From the Mayor's Desk - August 2015

At a recent City Council meeting a resident asked what the siren we are all so used to hearing means and whether there were different durations or numbers of blasts to signify different things. I had to say I wasn’t sure but I would check into it and put the answers in the next newsletter and here we are.

I spoke with our Fire Chief, J.B. Tennison, who told me whenever a call is dispatched for the North Bonneville Fire Department the siren is also activated to emit one blast lasting about 20 seconds. We hear the same sound every Monday around 7pm when the siren is used to signal our volunteer firefighters are due for their weekly meeting.

When the siren goes off as part of a dispatch for a fire, motor vehicle accident or some other emergency, the dispatcher gives our fire department 3 minutes to respond via radio. If they do not respond, the siren will blast again for another 20 seconds. Under some circumstances earlier responders might find the situation manageable with the need for our fire department to assist. In these cases, the dispatcher may set off another 20 second blast to alert our firefighters they have been called off the run.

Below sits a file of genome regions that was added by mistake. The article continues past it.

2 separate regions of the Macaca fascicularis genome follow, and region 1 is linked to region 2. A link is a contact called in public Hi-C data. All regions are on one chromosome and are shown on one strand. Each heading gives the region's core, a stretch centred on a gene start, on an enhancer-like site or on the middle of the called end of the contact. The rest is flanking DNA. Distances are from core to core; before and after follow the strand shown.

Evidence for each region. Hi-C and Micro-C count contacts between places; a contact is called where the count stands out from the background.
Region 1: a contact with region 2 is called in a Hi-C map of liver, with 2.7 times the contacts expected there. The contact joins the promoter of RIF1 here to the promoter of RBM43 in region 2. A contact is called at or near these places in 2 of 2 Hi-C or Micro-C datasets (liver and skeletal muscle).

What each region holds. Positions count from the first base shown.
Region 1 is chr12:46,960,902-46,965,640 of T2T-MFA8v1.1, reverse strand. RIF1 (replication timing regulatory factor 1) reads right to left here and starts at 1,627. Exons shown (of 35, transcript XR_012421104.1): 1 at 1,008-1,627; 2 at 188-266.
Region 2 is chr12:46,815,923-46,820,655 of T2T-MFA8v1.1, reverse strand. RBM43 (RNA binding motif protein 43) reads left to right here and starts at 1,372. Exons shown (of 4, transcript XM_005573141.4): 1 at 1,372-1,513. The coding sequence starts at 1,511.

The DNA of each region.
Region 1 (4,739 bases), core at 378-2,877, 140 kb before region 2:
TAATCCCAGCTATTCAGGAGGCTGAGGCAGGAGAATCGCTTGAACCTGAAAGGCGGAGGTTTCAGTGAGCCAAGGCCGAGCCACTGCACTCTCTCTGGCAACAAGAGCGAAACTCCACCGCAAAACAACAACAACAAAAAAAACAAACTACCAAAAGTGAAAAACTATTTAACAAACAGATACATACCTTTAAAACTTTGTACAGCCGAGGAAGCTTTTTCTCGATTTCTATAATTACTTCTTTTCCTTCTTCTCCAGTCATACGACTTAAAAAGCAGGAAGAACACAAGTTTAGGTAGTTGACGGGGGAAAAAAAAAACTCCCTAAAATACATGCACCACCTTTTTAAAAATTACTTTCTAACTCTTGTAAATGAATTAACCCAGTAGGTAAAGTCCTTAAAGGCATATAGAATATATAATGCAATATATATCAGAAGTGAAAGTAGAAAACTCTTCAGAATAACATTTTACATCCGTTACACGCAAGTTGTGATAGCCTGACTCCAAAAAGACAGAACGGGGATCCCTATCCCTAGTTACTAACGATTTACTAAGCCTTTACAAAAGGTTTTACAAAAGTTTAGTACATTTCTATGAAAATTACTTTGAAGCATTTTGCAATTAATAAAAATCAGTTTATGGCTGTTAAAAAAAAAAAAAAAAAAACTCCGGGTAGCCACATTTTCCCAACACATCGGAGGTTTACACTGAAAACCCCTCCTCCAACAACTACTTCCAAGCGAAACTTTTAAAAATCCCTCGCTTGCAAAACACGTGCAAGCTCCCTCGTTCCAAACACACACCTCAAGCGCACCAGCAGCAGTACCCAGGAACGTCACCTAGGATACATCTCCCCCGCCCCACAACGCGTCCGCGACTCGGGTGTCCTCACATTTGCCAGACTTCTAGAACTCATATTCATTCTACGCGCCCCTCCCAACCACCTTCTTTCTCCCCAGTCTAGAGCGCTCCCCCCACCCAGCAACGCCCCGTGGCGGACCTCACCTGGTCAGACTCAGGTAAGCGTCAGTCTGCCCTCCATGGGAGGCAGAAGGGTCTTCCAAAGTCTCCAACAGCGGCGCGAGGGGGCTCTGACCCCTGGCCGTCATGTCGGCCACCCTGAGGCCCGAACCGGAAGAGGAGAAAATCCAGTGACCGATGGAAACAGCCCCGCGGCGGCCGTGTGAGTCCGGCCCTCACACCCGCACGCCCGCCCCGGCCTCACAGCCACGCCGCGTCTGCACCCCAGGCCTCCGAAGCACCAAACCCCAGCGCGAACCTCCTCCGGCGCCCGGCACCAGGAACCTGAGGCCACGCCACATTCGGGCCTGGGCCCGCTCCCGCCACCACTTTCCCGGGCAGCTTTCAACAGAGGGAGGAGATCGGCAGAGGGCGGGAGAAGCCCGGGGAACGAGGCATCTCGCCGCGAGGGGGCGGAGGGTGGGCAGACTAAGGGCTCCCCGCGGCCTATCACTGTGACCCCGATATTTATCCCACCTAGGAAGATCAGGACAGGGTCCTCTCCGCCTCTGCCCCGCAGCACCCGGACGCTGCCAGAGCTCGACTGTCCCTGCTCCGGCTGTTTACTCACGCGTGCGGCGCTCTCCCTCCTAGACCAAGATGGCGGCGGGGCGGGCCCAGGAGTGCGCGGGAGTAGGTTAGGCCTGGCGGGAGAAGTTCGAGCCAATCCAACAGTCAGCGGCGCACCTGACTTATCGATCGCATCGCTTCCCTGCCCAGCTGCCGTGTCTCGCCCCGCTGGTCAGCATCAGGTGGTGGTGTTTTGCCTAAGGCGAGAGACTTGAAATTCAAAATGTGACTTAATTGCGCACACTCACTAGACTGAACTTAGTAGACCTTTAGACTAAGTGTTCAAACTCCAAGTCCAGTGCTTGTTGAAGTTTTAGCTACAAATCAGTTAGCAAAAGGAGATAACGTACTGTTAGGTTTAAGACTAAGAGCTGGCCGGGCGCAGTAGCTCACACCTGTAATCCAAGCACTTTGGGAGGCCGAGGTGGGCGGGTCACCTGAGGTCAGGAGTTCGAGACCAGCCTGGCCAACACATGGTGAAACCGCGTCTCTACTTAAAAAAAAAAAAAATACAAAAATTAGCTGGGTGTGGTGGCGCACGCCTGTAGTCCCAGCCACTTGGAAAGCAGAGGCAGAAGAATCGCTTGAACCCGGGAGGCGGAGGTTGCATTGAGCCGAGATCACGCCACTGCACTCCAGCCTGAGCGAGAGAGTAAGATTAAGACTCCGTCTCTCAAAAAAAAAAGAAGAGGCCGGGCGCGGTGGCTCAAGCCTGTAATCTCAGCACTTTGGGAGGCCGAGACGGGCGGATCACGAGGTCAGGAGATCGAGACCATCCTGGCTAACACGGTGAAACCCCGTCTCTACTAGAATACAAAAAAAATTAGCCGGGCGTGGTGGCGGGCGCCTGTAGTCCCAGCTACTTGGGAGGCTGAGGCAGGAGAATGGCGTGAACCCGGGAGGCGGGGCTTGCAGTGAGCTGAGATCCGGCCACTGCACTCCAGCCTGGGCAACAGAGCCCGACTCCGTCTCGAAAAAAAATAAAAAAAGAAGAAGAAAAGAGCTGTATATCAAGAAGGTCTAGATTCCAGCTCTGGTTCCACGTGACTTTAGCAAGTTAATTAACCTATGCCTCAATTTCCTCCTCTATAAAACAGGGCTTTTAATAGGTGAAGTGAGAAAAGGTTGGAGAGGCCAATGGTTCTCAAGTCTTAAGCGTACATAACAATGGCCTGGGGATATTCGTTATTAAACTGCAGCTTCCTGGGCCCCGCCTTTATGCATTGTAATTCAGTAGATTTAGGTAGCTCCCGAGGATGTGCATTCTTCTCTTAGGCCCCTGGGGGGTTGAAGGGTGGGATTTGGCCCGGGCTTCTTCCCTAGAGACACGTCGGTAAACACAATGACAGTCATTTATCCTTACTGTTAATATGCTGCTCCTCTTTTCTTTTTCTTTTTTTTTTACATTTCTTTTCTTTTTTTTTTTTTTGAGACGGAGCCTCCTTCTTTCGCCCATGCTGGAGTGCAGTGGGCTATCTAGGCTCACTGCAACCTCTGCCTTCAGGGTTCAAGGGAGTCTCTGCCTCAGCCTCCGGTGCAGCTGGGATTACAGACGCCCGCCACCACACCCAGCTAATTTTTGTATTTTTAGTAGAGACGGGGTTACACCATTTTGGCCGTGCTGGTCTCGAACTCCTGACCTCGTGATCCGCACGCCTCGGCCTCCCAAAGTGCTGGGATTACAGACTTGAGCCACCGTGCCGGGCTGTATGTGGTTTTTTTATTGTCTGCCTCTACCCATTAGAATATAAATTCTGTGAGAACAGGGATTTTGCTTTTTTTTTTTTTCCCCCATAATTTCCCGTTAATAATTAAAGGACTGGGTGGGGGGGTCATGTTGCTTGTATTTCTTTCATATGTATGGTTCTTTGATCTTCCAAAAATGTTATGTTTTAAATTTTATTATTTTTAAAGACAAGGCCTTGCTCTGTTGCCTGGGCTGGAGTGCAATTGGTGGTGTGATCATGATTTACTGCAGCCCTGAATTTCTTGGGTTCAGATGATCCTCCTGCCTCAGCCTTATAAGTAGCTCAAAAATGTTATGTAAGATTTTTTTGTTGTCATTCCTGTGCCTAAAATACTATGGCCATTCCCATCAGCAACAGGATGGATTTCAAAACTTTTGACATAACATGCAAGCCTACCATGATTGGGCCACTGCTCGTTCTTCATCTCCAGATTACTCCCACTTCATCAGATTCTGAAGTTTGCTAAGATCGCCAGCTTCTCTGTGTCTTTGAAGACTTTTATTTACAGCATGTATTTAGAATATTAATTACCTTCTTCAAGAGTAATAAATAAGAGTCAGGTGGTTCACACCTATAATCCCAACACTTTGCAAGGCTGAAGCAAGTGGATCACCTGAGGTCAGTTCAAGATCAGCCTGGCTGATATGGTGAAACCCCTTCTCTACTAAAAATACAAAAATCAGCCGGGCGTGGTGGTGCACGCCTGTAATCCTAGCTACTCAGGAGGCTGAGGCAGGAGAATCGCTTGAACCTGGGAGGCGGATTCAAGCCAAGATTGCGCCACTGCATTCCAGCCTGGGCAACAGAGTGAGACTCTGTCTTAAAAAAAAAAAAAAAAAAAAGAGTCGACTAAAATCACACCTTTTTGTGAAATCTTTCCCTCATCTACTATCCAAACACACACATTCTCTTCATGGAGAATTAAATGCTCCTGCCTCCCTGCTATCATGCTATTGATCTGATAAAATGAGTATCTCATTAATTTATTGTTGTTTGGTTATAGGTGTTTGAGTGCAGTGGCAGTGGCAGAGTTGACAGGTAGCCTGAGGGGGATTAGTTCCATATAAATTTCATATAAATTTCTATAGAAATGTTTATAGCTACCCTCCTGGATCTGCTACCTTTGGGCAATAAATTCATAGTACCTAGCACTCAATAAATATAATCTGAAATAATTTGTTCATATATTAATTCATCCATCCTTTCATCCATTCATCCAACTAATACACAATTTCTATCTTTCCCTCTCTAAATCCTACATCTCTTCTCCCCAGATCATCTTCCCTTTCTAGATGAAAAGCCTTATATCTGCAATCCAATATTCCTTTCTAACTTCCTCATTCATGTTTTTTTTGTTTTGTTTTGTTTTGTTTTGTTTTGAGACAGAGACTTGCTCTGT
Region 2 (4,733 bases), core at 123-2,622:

There is no other use for the siren and it is not used to signal a gas line rupture, dam breach or any other disaster. The method used to alert us to an emergency situation of that nature is the Reverse 911 system, which uses automated calling to notify a large number of people in a very short amount of time.

The Reverse 911 system uses landlines by default so if you are among those who have forsaken their landlines for mobile phones, you should go to the following link to sign up to be added to the database for our area.

Skamania County Institutes An Emergency Notification System

As always, I welcome your comments and suggestions. You can reach me by phone at 427-8182, email me via don [at] (subject: A%20message%20from%20North%20Bonneville%20website) (email) or try to catch me running from the upcoming Cascadia Subduction Earthquake.